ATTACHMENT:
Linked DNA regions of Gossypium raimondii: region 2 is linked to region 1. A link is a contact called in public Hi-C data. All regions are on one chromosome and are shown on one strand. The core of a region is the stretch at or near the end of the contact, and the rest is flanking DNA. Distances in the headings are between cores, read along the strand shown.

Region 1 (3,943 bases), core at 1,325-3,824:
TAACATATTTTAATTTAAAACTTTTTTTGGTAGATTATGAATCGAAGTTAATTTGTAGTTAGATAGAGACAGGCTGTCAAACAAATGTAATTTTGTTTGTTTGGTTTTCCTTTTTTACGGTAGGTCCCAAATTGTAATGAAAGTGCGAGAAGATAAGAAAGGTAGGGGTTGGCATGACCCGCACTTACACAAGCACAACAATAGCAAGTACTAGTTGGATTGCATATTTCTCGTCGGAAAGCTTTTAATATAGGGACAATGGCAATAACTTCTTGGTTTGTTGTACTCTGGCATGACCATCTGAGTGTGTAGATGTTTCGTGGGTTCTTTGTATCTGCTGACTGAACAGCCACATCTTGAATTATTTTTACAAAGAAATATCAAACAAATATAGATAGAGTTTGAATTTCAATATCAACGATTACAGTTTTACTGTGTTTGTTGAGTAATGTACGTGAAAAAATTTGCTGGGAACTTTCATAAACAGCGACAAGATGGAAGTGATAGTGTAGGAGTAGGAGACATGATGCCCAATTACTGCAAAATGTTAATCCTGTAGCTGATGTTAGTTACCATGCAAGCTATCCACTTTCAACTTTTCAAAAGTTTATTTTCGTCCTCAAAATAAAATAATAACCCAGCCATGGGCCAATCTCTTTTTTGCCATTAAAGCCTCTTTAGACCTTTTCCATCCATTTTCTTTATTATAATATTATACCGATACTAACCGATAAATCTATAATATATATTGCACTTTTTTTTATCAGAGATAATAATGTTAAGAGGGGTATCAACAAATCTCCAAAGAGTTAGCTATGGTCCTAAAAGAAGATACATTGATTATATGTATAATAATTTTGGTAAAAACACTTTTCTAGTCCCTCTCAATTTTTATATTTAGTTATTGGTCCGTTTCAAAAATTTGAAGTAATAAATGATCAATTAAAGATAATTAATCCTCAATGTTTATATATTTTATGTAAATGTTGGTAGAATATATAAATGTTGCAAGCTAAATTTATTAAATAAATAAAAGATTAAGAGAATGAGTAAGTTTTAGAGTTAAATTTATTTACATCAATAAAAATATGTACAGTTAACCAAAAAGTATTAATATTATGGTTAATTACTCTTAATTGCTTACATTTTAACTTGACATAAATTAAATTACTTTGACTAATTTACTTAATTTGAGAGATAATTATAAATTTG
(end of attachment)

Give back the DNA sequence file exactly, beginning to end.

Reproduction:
Linked DNA regions of Gossypium raimondii: region 2 is linked to region 1. A link is a contact called in public Hi-C data. All regions are on one chromosome and are shown on one strand. The core of a region is the stretch at or near the end of the contact, and the rest is flanking DNA. Distances in the headings are between cores, read along the strand shown.

Region 1 (3,943 bases), core at 1,325-3,824:
TAACATATTTTAATTTAAAACTTTTTTTGGTAGATTATGAATCGAAGTTAATTTGTAGTTAGATAGAGACAGGCTGTCAAACAAATGTAATTTTGTTTGTTTGGTTTTCCTTTTTTACGGTAGGTCCCAAATTGTAATGAAAGTGCGAGAAGATAAGAAAGGTAGGGGTTGGCATGACCCGCACTTACACAAGCACAACAATAGCAAGTACTAGTTGGATTGCATATTTCTCGTCGGAAAGCTTTTAATATAGGGACAATGGCAATAACTTCTTGGTTTGTTGTACTCTGGCATGACCATCTGAGTGTGTAGATGTTTCGTGGGTTCTTTGTATCTGCTGACTGAACAGCCACATCTTGAATTATTTTTACAAAGAAATATCAAACAAATATAGATAGAGTTTGAATTTCAATATCAACGATTACAGTTTTACTGTGTTTGTTGAGTAATGTACGTGAAAAAATTTGCTGGGAACTTTCATAAACAGCGACAAGATGGAAGTGATAGTGTAGGAGTAGGAGACATGATGCCCAATTACTGCAAAATGTTAATCCTGTAGCTGATGTTAGTTACCATGCAAGCTATCCACTTTCAACTTTTCAAAAGTTTATTTTCGTCCTCAAAATAAAATAATAACCCAGCCATGGGCCAATCTCTTTTTTGCCATTAAAGCCTCTTTAGACCTTTTCCATCCATTTTCTTTATTATAATATTATACCGATACTAACCGATAAATCTATAATATATATTGCACTTTTTTTTATCAGAGATAATAATGTTAAGAGGGGTATCAACAAATCTCCAAAGAGTTAGCTATGGTCCTAAAAGAAGATACATTGATTATATGTATAATAATTTTGGTAAAAACACTTTTCTAGTCCCTCTCAATTTTTATATTTAGTTATTGGTCCGTTTCAAAAATTTGAAGTAATAAATGATCAATTAAAGATAATTAATCCTCAATGTTTATATATTTTATGTAAATGTTGGTAGAATATATAAATGTTGCAAGCTAAATTTATTAAATAAATAAAAGATTAAGAGAATGAGTAAGTTTTAGAGTTAAATTTATTTACATCAATAAAAATATGTACAGTTAACCAAAAAGTATTAATATTATGGTTAATTACTCTTAATTGCTTACATTTTAACTTGACATAAATTAAATTACTTTGACTAATTTACTTAATTTGAGAGATAATTATAAATTTG